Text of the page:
At the end of Key Stage 2, children in Year 6 complete the English grammar, punctuation and spelling test (GPS). Are your pupils ready?
This Year 6 SPaG Questions pack will support the practise of test style questions that pupils will face in paper 1 of the end of Key Stage 2 English Grammar, Punctuation and Spelling test.
These resources can be used alongside our Year 6 Revision Blaster worksheets to support revision in your classroom, in this case, of active and passive tenses, including subject and object.
All our SPAG Questions and Revision Blaster resource packs focus on the content domains from the Key Stage 2 grammar, punctuation and spelling test framework (National Curriculum tests from 2016).
Content domains covered in this resource:
- G1.9 subject and object
- G4.4 passive and active
This pack includes:
- SPaG Questions PPT slides: noun phrases
- Let’s Practise! 1 and 2 PDF worksheets, (also shown on PPT slides 5 and 6)
What is the subject of a verb?
The subject of a verb is usually the noun, noun phrase or pronoun that names the ‘do-er’ or ‘be-er’. In a statement, it usually comes before the verb.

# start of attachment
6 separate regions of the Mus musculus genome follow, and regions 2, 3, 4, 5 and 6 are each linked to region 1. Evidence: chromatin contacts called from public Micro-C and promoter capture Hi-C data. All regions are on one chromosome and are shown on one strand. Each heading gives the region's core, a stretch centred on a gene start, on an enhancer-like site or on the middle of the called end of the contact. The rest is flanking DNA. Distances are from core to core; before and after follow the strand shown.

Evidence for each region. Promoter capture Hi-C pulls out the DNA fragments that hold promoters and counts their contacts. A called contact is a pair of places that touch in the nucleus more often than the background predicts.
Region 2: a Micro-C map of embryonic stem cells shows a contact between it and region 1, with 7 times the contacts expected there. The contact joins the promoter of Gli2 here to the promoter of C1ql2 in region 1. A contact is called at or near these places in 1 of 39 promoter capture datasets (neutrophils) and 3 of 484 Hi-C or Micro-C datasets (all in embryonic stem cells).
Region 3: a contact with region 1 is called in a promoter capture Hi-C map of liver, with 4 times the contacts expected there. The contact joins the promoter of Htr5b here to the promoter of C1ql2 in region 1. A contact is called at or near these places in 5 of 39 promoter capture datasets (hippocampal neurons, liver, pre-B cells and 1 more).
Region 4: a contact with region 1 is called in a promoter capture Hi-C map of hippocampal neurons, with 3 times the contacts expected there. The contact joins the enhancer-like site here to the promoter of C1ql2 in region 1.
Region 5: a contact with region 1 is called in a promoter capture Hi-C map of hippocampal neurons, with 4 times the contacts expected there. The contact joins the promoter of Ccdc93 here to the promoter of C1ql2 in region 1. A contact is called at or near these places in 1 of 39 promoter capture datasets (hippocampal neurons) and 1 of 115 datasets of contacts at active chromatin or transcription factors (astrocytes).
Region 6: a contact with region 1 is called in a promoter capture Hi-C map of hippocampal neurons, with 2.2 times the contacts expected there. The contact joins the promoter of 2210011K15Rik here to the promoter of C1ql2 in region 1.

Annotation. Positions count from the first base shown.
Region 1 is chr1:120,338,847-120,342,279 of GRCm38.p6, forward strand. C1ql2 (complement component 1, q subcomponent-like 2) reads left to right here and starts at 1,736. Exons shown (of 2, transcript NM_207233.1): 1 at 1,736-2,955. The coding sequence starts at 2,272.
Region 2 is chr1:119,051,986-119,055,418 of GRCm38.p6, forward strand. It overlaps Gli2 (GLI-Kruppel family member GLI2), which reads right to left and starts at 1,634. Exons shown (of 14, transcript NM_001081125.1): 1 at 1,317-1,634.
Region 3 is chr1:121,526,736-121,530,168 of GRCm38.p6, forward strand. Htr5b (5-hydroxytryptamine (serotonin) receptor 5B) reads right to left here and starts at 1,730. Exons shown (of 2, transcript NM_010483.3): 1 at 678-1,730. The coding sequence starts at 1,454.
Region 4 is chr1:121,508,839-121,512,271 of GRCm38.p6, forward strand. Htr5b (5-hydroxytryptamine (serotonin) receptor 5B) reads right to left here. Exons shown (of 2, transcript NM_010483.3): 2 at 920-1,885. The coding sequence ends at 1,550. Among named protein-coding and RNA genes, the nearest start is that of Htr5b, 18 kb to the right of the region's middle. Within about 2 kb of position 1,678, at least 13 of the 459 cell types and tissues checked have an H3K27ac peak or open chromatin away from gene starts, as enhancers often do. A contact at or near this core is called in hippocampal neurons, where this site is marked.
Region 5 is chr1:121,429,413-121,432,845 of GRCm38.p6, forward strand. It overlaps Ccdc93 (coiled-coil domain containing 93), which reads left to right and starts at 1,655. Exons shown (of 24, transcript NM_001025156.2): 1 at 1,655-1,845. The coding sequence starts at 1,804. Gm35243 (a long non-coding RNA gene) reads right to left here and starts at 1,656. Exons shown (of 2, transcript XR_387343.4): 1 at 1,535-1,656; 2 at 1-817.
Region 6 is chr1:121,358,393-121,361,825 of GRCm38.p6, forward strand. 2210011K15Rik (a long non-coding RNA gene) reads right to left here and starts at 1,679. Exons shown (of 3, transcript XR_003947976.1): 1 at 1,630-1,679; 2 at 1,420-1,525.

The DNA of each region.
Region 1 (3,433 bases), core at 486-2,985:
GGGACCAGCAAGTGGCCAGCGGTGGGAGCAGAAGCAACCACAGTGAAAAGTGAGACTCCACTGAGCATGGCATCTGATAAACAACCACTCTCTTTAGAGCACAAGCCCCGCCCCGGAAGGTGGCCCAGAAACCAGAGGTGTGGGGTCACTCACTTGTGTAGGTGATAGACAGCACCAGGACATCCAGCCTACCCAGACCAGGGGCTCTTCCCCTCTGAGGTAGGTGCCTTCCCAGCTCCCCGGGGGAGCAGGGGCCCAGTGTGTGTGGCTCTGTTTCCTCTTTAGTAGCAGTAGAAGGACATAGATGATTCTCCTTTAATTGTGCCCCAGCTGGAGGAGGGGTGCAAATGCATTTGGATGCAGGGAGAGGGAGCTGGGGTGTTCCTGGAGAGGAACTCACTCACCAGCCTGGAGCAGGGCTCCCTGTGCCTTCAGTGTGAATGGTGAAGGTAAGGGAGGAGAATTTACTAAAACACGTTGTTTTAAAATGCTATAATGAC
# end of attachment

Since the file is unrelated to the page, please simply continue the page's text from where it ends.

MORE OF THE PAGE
- Mike ate all the biscuits. (‘Mike’ is the subject)
What is the object of a verb?
The object is a noun, noun phrase or pronoun that usually comes straight after the verb. It shows what the verb is acting upon.
- Mike ate all the biscuits. (‘the biscuits’ is the object as they are being eaten)
What are active and passive verbs?
A verb can be active or passive depending on its relationship to the subject. Most sentences use active verbs. When the verb is active, the subject of the sentence completes the action.
- Mike ate all the biscuits. In this sentence, Mike is eating the biscuits.
Mike is the subject in the sentence and the word ate is an active verb.
When the verb is passive, the subject is having the action done to it. It is used to focus on what is happening rather than who is completing the action and is often used in formal writing.
- The biscuits were eaten by Mike.
In this sentence, the focus is on what was eaten. The subject is the word biscuits and the words were eaten form a passive verb. The object in the original sentence is now the subject (biscuits) and the past tense form of the verb plus the verb be (were eaten). The original subject in the active sentence becomes the object using the preposition by (by Mike). Sometimes this can be removed. (The biscuits were eaten.)